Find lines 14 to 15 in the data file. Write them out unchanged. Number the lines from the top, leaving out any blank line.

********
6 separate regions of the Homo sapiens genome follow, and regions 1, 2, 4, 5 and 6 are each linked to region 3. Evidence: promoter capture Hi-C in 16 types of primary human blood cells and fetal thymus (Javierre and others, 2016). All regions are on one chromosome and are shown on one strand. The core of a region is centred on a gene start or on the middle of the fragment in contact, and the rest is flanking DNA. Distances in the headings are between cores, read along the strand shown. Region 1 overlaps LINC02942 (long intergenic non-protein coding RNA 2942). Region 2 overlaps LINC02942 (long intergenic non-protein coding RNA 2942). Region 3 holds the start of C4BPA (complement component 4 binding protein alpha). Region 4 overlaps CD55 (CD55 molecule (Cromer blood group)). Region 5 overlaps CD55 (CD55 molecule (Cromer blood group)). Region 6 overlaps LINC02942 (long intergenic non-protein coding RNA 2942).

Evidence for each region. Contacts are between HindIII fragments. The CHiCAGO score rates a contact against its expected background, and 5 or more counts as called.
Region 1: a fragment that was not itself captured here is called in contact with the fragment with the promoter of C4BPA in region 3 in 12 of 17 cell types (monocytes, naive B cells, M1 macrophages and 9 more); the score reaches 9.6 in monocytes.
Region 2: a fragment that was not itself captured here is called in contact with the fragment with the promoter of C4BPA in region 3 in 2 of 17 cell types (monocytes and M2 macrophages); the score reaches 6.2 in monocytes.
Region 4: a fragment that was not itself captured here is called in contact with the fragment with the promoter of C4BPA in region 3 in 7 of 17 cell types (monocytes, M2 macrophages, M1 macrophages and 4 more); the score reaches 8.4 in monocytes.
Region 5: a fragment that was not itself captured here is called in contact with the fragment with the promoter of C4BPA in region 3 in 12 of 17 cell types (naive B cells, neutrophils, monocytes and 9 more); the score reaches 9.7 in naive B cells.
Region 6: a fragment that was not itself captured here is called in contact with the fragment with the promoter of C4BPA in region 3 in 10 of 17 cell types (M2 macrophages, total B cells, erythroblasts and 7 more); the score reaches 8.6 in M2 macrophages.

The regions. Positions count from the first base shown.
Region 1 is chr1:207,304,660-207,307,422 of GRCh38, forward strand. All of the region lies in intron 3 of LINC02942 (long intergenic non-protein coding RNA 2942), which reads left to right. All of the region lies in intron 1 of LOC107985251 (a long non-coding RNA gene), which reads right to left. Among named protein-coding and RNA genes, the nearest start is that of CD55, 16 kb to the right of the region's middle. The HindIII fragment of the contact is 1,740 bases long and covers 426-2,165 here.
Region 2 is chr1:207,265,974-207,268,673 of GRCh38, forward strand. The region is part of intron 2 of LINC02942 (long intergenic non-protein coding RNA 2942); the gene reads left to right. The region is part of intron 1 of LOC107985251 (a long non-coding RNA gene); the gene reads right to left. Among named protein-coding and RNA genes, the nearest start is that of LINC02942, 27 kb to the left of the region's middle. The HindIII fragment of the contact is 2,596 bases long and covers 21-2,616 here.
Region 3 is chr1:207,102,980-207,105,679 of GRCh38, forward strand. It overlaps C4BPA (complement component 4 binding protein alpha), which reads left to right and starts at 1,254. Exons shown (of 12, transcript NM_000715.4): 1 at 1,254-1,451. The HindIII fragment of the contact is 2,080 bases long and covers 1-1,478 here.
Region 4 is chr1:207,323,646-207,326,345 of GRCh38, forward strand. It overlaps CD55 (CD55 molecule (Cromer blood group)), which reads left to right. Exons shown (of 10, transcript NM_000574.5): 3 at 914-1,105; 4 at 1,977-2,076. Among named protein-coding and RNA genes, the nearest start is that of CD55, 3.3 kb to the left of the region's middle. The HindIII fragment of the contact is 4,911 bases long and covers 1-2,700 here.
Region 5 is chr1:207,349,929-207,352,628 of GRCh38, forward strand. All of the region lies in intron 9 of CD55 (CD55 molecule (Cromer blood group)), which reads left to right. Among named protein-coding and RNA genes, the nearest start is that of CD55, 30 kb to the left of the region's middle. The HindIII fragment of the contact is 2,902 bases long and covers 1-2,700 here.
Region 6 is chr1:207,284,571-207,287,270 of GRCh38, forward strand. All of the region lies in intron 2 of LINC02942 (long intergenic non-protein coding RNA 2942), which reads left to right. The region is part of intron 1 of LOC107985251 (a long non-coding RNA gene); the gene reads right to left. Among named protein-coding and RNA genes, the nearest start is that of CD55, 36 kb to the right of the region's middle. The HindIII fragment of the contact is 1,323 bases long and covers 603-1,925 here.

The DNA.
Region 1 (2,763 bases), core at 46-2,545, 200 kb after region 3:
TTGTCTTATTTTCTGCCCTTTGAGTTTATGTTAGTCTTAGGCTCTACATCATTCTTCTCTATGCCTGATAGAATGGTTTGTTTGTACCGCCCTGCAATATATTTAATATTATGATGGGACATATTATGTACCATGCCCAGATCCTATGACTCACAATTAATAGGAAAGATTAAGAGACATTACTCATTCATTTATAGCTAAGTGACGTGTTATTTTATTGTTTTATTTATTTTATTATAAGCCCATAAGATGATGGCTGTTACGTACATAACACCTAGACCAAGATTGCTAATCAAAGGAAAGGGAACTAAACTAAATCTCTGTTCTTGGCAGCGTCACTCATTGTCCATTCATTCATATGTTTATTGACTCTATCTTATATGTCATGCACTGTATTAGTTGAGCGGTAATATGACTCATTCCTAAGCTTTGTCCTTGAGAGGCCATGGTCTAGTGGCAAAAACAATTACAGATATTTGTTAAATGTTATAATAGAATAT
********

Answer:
Region 6 is chr1:207,284,571-207,287,270 of GRCh38, forward strand. All of the region lies in intron 2 of LINC02942 (long intergenic non-protein coding RNA 2942), which reads left to right. The region is part of intron 1 of LOC107985251 (a long non-coding RNA gene); the gene reads right to left. Among named protein-coding and RNA genes, the nearest start is that of CD55, 36 kb to the right of the region's middle. The HindIII fragment of the contact is 1,323 bases long and covers 603-1,925 here.

The DNA.